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MMWR CDC Surveill Summ. 1992 Apr 24;41(2):1-7.

Breast and cervical cancer surveillance, United States, 1973-1987.

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  • 1Division of Cancer Prevention and Control, National Center for Chronic Disease Prevention and Health Promotion.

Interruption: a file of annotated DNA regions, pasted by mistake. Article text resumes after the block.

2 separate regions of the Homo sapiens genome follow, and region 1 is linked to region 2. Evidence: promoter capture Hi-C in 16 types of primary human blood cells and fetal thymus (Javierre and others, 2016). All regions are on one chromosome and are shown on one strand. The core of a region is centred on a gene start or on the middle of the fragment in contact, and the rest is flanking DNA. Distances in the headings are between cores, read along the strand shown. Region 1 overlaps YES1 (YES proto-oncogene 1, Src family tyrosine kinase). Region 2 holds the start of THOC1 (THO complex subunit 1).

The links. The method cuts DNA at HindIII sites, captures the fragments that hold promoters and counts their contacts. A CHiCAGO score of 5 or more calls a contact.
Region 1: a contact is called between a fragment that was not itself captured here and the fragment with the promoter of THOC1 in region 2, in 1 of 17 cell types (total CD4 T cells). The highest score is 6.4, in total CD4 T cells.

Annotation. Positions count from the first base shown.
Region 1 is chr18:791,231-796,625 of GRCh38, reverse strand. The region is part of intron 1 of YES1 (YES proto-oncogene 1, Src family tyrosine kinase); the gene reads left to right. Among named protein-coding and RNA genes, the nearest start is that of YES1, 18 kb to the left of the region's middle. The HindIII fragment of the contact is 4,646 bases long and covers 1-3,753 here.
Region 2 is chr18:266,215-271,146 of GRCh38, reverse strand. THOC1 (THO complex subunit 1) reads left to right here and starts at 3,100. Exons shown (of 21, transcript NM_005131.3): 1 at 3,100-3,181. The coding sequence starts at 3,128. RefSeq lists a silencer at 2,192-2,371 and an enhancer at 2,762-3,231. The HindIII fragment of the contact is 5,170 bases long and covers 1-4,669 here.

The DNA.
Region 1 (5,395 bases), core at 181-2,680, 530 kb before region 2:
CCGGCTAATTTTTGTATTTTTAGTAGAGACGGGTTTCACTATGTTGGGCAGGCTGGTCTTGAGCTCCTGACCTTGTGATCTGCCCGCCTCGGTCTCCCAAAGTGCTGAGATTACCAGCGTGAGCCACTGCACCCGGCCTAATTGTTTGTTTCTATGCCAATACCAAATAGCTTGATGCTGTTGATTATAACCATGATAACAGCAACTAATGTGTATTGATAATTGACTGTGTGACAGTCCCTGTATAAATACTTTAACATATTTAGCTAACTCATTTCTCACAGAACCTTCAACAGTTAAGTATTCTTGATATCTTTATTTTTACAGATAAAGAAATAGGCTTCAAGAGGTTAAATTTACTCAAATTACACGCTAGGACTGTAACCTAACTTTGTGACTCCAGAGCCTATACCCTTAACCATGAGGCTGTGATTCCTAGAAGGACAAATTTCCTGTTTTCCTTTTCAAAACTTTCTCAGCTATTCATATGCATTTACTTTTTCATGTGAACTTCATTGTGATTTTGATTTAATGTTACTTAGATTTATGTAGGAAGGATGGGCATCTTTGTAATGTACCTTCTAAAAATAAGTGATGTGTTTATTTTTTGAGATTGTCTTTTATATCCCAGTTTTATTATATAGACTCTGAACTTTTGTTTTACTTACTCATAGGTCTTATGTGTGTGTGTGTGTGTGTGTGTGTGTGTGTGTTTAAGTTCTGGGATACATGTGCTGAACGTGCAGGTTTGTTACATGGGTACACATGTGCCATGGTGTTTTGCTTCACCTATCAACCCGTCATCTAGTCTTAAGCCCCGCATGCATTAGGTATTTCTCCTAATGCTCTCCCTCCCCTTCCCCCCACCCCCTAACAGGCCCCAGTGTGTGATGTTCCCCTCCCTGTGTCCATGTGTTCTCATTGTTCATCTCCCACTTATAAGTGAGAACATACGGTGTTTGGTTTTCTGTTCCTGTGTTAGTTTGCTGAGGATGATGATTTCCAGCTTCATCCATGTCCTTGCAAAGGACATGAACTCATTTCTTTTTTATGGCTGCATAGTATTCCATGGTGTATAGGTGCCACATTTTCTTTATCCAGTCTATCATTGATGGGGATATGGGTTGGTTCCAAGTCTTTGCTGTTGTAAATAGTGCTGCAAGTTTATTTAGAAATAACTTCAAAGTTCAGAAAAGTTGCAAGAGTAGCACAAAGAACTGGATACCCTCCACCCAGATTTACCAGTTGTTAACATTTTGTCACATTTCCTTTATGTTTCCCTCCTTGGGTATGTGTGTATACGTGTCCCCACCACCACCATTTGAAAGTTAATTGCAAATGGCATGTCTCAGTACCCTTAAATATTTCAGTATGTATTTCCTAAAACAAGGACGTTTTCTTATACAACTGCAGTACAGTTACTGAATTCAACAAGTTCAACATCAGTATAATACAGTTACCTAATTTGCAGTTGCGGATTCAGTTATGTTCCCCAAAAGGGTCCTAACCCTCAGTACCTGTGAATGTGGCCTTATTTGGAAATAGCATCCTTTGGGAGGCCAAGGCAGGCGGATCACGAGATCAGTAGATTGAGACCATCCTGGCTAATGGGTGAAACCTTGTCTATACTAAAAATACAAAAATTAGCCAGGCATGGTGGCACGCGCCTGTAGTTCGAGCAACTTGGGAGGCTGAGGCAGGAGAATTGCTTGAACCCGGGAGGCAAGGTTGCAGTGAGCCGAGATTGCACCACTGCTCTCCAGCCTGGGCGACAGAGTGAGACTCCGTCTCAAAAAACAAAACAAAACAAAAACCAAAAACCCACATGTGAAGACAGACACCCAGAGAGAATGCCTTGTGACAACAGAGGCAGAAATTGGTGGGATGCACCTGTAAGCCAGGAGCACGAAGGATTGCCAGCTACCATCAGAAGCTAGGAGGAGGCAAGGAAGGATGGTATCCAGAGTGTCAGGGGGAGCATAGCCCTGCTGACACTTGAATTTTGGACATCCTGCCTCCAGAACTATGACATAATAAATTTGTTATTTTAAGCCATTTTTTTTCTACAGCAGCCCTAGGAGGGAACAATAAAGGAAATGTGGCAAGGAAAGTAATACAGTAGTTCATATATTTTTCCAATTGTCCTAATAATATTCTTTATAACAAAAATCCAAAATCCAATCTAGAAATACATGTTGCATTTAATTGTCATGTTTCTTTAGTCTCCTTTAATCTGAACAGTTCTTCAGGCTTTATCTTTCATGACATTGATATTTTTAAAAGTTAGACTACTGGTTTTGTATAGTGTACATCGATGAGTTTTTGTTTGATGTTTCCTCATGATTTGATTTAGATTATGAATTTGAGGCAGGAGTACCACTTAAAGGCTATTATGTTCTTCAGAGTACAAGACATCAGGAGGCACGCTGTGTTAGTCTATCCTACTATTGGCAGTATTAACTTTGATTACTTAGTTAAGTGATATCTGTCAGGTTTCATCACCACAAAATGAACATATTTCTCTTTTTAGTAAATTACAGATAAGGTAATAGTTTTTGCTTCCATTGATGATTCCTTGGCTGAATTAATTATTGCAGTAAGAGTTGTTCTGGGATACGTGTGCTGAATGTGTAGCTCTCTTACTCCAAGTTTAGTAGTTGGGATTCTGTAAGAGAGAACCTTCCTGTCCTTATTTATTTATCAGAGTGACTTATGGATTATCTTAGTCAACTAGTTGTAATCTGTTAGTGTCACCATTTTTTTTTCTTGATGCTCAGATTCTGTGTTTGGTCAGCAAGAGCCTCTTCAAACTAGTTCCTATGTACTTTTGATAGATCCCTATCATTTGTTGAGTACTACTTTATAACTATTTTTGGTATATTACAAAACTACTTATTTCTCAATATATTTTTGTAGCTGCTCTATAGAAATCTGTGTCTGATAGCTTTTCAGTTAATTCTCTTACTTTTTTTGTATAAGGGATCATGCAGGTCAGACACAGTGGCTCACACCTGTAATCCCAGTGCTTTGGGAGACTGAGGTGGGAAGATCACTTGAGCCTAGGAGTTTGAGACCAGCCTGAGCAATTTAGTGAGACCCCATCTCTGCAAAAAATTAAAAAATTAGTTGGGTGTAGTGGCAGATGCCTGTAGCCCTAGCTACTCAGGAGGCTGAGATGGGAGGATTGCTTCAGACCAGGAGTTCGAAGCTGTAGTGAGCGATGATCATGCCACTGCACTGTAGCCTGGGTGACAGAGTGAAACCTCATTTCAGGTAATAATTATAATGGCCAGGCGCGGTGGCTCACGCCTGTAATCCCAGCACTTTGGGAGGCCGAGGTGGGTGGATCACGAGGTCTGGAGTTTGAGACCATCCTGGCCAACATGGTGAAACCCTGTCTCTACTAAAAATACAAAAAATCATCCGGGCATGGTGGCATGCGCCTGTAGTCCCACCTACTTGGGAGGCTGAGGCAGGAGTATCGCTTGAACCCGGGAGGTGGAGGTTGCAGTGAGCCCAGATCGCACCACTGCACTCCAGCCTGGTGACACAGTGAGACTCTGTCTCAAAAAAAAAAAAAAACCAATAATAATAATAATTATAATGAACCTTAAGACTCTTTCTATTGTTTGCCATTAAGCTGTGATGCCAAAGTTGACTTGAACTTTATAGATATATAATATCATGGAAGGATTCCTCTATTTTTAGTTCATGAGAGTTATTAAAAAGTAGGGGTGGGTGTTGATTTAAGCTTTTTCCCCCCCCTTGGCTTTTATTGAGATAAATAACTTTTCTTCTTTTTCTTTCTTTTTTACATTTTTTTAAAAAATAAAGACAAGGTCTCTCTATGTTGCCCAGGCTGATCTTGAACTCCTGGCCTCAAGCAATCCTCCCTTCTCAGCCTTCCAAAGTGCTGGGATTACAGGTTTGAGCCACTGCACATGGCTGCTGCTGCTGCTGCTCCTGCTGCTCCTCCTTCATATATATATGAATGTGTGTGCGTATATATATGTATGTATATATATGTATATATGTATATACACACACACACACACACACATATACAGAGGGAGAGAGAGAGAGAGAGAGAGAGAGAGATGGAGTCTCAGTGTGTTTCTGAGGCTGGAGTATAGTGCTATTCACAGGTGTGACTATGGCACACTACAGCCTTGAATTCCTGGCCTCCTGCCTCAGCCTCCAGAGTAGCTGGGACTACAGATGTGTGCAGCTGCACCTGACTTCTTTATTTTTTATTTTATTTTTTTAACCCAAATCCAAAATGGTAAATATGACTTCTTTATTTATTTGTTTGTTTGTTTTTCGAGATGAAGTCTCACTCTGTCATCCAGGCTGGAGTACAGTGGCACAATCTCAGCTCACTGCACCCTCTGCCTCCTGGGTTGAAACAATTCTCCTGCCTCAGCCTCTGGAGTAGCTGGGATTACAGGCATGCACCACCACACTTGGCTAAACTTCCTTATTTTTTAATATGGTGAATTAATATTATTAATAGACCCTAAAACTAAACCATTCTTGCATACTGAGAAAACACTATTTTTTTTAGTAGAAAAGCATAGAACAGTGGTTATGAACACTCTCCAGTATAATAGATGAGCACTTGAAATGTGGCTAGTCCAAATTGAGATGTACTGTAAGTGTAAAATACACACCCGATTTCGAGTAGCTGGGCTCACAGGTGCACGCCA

Breast and cervical cancer incidence and mortality rates were reviewed for the period 1973-1987. For breast cancer, mortality has been relatively stable, increasing from 26.9/100,000 women in 1973 to 27.1 in 1987. Alternatively, data from the National Cancer Institute's Surveillance, Epidemiology, End Results Program (SEER) showed a 36% increase in the incidence of this malignancy over the same period. In 1987, overall incidence of invasive breast cancer was 111.9/100,000 women. White women experienced lower overall mortality rates and higher overall incidence than black women; however, these differences varied by age. Examination of breast cancer incidence by stage of disease at diagnosis revealed that rates for distant and regional disease have remained relatively stable since 1973. In contrast, rates of localized and in situ cancers exhibited an increase in the 1980s that may correspond to increased use of mammography in this country. The rate of decline in cervical cancer incidence and mortality has slowed in recent years. In 1987, 3.0 cervical cancer deaths/100,000 women occurred. SEER incidence for invasive disease for that year was 8.2/100,000. Rates varied by race, age, state, and stage of disease. In general, black women experienced much higher incidence and mortality from invasive cervical cancer than white women. For both races, rates of in situ disease were highest among young women and decreased rapidly with age. Rates of in situ cervical cancer were consistently higher than rates of invasive cancer for the time period studied.

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